Warkentin: Public-sector wages must reflect public-sector realities

Comprising 54 per cent of our provincial budget, government of Alberta employees work hard to institute and administer the innumerable public-sector programs we rely on and appreciate.

Public-sector wages are the biggest cost to the Alberta taxpayer, and the services they provide are our province’s greatest asset, ensuring our students, seniors, disabled, sick, and so on, receive the quality services they deserve and expect.

For many years, as Alberta’s economy boomed, so did wages in the private sector as companies competed with one another to attract and retain a skilled and qualified workforce.

To ensure our public sector was also able to retain highly trained and skilled workers, and that those workers’ wages reflected the rapid inflation affecting housing and many other costs in Alberta, their wages were increased significantly as well.

Sadly, as our economy came to a screeching halt as a result of myriad issues, including COVID, oil and gas competitiveness and the global economy, the dichotomy between private sector and public sector wages has been upset.

Businesses, unlike the government, were unable to rack up debt and were left with no choice but to completely shut their doors and turn off the lights, or cut their workforce, reduce hours, and cut benefits.

On the flipside, our provincial government is facing massive pressures as revenues have taken a nose dive, while pressure to maintain spending and service levels has remained constant.

This pressure has Alberta facing a $24-billion deficit, which will place our total debt well above $100 billion, making our annual interest costs more than the combined budgets of the ministries of Seniors and Housing, Indigenous Relations, Culture, Multiculturalism and Status of Women, Labour and Immigration, and Economic Development, Trade and Tourism.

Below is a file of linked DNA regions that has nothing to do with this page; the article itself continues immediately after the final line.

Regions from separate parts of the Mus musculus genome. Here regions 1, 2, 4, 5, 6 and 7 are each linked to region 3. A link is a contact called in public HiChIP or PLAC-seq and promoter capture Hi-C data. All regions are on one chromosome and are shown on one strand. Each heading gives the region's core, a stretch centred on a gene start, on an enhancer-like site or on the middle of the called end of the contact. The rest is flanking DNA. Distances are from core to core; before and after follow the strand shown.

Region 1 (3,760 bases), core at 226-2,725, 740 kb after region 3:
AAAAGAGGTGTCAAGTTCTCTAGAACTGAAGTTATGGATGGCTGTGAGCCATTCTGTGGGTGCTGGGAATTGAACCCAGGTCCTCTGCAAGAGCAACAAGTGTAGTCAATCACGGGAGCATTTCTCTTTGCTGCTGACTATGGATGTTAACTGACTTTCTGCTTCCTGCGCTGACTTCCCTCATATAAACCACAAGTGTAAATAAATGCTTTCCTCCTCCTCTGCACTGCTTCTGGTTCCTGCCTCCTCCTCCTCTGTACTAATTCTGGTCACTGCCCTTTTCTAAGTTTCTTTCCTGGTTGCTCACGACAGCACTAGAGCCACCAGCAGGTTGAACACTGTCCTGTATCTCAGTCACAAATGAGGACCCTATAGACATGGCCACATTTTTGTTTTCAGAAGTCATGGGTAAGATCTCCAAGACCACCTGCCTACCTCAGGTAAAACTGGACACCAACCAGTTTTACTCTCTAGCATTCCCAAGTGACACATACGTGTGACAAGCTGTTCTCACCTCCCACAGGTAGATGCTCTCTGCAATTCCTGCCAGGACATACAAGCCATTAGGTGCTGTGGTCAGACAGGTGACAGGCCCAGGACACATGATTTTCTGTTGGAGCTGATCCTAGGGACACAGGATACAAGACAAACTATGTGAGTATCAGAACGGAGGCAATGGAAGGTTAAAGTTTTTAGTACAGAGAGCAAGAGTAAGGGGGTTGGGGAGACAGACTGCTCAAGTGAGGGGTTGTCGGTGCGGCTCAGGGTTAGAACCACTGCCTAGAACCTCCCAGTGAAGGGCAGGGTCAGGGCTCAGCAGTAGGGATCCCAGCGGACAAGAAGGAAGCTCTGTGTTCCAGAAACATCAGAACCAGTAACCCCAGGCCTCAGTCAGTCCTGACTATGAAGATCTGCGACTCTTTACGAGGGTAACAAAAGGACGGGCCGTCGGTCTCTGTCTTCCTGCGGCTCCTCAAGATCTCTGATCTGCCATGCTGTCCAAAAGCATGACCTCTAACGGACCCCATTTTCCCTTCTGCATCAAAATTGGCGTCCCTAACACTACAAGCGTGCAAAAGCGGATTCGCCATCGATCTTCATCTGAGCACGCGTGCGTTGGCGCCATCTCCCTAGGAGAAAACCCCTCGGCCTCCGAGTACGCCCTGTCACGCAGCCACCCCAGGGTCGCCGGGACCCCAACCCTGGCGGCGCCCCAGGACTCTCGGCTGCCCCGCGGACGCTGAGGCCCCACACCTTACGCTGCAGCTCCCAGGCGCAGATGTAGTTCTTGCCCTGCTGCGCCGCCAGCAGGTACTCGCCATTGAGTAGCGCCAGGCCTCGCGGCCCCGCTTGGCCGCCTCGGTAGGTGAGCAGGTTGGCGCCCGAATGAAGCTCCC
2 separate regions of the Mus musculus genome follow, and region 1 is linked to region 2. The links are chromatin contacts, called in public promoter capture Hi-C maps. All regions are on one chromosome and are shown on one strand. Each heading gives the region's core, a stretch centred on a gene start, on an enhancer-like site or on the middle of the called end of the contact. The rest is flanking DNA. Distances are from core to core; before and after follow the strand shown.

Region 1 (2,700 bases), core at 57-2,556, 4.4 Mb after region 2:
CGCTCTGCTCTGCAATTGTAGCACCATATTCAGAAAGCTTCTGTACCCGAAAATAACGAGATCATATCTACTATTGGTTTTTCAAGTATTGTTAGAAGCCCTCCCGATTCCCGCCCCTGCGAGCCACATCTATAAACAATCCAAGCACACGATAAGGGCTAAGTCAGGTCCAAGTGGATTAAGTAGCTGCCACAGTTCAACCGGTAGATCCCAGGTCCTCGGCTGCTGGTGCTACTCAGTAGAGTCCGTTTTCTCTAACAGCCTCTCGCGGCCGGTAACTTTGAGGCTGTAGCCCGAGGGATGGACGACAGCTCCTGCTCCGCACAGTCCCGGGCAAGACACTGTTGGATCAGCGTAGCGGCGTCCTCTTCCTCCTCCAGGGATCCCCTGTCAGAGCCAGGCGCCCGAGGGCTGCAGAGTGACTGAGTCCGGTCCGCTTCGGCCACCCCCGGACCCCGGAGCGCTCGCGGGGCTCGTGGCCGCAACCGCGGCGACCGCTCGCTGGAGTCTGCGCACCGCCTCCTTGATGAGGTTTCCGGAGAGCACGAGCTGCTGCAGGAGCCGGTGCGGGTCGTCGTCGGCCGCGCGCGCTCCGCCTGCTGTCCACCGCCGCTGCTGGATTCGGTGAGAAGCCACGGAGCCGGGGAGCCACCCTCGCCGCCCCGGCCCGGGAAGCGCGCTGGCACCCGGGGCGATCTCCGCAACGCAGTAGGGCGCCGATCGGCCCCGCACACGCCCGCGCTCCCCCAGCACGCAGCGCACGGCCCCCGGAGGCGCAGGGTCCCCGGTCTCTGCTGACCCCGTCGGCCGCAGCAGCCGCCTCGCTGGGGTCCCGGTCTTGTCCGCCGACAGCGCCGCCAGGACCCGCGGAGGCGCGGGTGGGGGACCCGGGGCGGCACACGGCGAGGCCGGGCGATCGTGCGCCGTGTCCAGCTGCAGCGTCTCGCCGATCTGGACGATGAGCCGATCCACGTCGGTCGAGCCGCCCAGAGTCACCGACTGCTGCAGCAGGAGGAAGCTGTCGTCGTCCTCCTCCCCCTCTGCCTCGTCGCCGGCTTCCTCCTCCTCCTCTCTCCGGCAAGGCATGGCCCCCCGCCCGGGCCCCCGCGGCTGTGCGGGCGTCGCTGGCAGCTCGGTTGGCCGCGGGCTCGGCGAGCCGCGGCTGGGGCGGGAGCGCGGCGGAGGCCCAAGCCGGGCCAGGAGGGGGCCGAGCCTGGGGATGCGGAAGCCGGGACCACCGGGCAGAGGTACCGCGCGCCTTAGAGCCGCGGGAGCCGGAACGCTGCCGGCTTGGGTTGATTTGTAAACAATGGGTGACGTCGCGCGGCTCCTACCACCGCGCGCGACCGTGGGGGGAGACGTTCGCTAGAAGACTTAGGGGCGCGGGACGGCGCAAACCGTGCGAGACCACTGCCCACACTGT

With no public appetite or ability to handle any additional levels of taxation, our government is left with the choice of either continuing to take on additional debt or reduce spending.

For better or worse, the biggest opportunity to reduce spending is through Alberta’s public service.

A 2019 Fraser Institute report found that Alberta government-sector workers enjoy a 9.3 per cent wage premium to their private-sector counterparts.

It’s reasonable to think that since COVID and the continued decline of our economy, this gap has widened further.

They are also more likely to enjoy many more non-wage benefits such as pensions, earlier retirement, additional time off, and added job security.

This isn’t meant to begrudge our government workers, but to make a case for wage parity between the private and public sectors, especially as our private sector struggles with business closures, layoffs, reduced hours and wages.

The government of Alberta is asking for a four per cent wage rollback, followed by a three-year wage freeze. This is in light of our current economic and fiscal situation, along with the 2019 MacKinnon report that found Alberta’s total wage and salary expenses per capita were $918, compared to $698 in B.C. and $609 in Ontario.

Wage numbers will likely change as negotiations continue, and it is impossible to accurately predict what will happen with private-sector wages during the same period.

Yet, undoubtedly, any reduction and freeze in government wages will go a long way toward achieving parity.

Amongst policy wonks, the potential of tying public-sector wages to the private sector through some form of indexing is a regular conversation worth repeating.

As Alberta (hopefully soon) sees another boom period and competition for workers drives up wages, it is fair that the wages for government workers increase accordingly.

Until then, it’s essential for our government to foster the economic recovery by avoiding any increase in taxes, or saddling future generations with unmanageable debt.

The concept of a “rainy day” has rarely been epitomized better than in our current situation. Truly, this is a situation where we all have to work together to get through this.

Reg Warkentin is policy and government affairs manager with the Red Deer & District Chamber of Commerce.

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